of South Jersey Catholics passed into the hands of the Augustinians as
the world passed into the 19th century.
April 8th, 1808, Pius VII divided the See of Baltimore, and the new
Dioceses of Philadelphia New York, Boston, and Bardstown were formed.
For the next 45 years, Camden and all of "West Jersey" - that
is everything south of a line drawn from Hightop to Egg Harbor - were in
the Diocese of Philadelphia, and ruled successively by Bishops Egan,
Carroll, Kenrick and the saintly Neuman, But almost twenty years passed
before the First Catholic church in South Jersey was erected - St. Mary
of the Assumption, built in 1826 at a shingle factory in Pleasant Mills,
Atlantic County. This church, one of only four built in 45 years, was
used as long as workers remained in that area, then abandoned in 1860.
Discovered in 1865 by Fr. Patrick Byrne of Camden, it never recovered
its early usage and was finally destroyed by fire in 1899.
second church was St. Elizabeth, built in 1842 at a window-light glass
factory in Port Elizabeth in Cumberland County. It also lasted as long
as workers remained, closed down in 1879 and was floated on a raft down
the creek to Dennisville, and opened there as St. Elizabeth's of Goshen.
third church was St. Mary's of Gloucester. It was built in 1848 and Fr.
Edward Quincy Cheafe Waldrun was sent by Bishop Patrick Kenrick of
Philadelphia to minister there. Gloucester, one of the first places in
New Jersey to be inhabited by Europeans, had been visited by Fr. Farmer
fourth church in South Jersey was built in Salem. Salem County, since
1743 the first center of Catholicism in South Jersey, hosted an influx
of famine-sent Irish people in 1847. Fr. Patrick O'Hara, pastor of St.
Patrick's in Philadelphia and later Bishop of Scranton, came to Salem
periodically to minister to the people. He began a fund-raising drive
that did not accumulate much initially, but succeeded when John
McDermott was appointed pastor there in 1851. A church, originally
called St. Philip and St. James, was built in 1852.
in 1853 Bishop Neuman handed over the jurisdiction for South Jersey to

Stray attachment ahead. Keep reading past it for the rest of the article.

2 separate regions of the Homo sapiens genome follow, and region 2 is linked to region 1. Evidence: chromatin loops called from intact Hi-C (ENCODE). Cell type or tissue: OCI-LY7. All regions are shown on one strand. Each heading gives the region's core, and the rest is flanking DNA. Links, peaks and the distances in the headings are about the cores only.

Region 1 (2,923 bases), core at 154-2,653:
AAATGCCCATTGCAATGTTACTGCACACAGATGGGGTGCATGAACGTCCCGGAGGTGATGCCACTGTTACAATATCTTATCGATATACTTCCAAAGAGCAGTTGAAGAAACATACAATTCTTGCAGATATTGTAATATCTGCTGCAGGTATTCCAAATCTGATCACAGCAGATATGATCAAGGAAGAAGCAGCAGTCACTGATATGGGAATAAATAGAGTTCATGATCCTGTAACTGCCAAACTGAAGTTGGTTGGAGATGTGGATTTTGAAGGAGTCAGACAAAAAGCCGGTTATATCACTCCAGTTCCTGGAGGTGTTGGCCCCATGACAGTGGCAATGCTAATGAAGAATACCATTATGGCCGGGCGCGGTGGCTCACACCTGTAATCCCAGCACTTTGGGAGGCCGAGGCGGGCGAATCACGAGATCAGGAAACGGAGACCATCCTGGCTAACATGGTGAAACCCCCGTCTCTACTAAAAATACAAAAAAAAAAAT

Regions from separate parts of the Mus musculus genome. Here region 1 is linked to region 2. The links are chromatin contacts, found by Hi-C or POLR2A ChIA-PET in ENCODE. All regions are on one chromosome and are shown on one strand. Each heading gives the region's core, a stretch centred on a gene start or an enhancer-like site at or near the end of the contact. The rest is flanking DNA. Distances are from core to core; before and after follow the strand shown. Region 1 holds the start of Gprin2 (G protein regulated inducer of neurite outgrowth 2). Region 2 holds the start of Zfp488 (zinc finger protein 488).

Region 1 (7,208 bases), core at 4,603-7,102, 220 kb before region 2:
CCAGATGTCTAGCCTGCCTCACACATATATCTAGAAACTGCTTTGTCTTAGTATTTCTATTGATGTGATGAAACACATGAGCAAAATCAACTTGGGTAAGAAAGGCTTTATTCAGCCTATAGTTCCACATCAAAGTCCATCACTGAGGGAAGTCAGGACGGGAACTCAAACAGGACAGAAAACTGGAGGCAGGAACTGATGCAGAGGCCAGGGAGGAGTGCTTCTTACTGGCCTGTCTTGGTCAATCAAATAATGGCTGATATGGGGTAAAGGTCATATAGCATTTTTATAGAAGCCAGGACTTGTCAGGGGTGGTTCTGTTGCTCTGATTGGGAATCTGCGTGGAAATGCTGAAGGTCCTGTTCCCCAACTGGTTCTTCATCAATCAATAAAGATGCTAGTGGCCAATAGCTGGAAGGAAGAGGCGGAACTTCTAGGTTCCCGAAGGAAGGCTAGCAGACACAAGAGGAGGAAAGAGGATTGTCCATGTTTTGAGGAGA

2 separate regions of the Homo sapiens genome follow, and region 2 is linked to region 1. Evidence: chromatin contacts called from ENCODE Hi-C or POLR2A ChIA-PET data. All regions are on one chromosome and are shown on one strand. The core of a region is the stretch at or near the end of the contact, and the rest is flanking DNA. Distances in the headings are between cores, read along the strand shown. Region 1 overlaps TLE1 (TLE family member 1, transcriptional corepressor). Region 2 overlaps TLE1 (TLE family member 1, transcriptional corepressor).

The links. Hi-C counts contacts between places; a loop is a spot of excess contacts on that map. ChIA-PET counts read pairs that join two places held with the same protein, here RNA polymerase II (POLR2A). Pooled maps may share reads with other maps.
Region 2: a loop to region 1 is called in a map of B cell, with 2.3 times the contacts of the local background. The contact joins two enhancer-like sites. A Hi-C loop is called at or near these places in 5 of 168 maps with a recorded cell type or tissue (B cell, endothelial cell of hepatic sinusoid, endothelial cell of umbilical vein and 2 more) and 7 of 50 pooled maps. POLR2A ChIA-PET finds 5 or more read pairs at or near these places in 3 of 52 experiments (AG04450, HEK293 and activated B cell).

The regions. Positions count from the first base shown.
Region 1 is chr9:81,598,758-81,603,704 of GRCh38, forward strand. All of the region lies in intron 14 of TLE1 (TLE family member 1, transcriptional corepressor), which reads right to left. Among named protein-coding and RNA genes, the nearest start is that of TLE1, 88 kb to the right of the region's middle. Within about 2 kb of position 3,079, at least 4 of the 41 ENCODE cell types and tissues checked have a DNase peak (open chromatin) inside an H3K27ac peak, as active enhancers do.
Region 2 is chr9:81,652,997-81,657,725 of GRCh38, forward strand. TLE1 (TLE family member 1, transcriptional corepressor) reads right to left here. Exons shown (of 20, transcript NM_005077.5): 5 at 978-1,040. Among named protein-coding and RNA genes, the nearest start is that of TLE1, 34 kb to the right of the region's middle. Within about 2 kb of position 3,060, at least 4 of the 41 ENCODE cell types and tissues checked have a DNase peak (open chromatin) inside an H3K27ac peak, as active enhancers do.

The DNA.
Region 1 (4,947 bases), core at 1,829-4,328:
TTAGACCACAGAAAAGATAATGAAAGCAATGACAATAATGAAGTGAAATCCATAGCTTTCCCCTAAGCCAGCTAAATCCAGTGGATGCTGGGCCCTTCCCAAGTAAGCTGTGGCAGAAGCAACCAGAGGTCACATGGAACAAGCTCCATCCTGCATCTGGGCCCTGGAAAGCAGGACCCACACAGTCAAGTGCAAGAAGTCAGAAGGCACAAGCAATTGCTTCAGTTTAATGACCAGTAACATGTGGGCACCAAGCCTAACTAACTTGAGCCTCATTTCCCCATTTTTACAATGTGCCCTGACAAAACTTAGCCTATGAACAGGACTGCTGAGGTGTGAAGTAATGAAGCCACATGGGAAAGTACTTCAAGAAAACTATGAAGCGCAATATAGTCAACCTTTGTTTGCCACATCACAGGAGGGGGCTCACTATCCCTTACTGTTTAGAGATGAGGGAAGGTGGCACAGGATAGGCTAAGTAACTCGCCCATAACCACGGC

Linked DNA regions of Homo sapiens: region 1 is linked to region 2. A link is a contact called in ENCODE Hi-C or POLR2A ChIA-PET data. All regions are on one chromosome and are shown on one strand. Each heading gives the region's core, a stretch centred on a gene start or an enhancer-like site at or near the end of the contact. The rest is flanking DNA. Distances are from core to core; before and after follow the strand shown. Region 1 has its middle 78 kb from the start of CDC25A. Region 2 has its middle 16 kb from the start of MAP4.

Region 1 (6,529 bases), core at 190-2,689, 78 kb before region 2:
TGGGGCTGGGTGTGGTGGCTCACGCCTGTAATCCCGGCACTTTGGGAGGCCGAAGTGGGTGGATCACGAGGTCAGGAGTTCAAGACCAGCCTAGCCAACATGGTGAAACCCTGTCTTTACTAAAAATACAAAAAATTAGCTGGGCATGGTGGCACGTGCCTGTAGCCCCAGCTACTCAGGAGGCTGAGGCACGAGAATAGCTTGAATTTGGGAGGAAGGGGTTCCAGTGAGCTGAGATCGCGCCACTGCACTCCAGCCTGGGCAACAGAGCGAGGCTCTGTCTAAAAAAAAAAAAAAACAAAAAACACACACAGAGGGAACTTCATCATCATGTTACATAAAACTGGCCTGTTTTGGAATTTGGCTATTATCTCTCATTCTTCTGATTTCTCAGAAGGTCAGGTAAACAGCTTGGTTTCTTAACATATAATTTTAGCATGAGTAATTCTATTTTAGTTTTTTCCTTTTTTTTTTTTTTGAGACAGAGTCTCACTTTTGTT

the new Diocese of Newark and its Bishop, James Roosevelt Bayley. Bishop
Bayley was part of the family tree of President Roosevelt, as well as a
nephew of Mother Seton, in whose honor he subsequently erected Seton
Hall College in New Jersey. So Camden and South Jersey passed into the
Diocese of Newark for the next 28 years. While many towns were served
from these first four churches of South Jersey (for example, Fr. Waldron
said Mass in Camden in 1848 and also in Cape May, Bridgeton and
Woodstown), it was in the 1850's and 1860's that small churches sprang
up all over South Jersey: St. Nicholas in Atlantic City in 1858, St.
Mary of the Immaculate Conception in Camden in 1859, St. Patrick in
Woodbury in 1859, St. James in Lawnside in 1859, St. Mary Magdeline in
Millville in 1861, St. Joseph in Swedesboro in 1861, St. Nicholas in Egg
Harbor in 1866, and St. Peter and Paul in Camden in 1867.
Of all these towns, Camden grew most rapidly and its first church, St. Mary's, built by the pastor James Moran, soon proved to be too small. In 1864 the second pastor, Patrick Byrne, started a new Church of the Immaculate Conception at Broadway and Market. It was this pastor who established a mission of his parish in South Camden when he bought a plot of land at Eighth and Van Hook Streets. There, in 1872, a little wooden building was erected. The Bishop of Newark sent down Dean William McNulty of Paterson to bless it. The people gathered, the Mass was offered, the sanctuary lamp was lit, and the Church of the Sacred Heart came to life in Camden.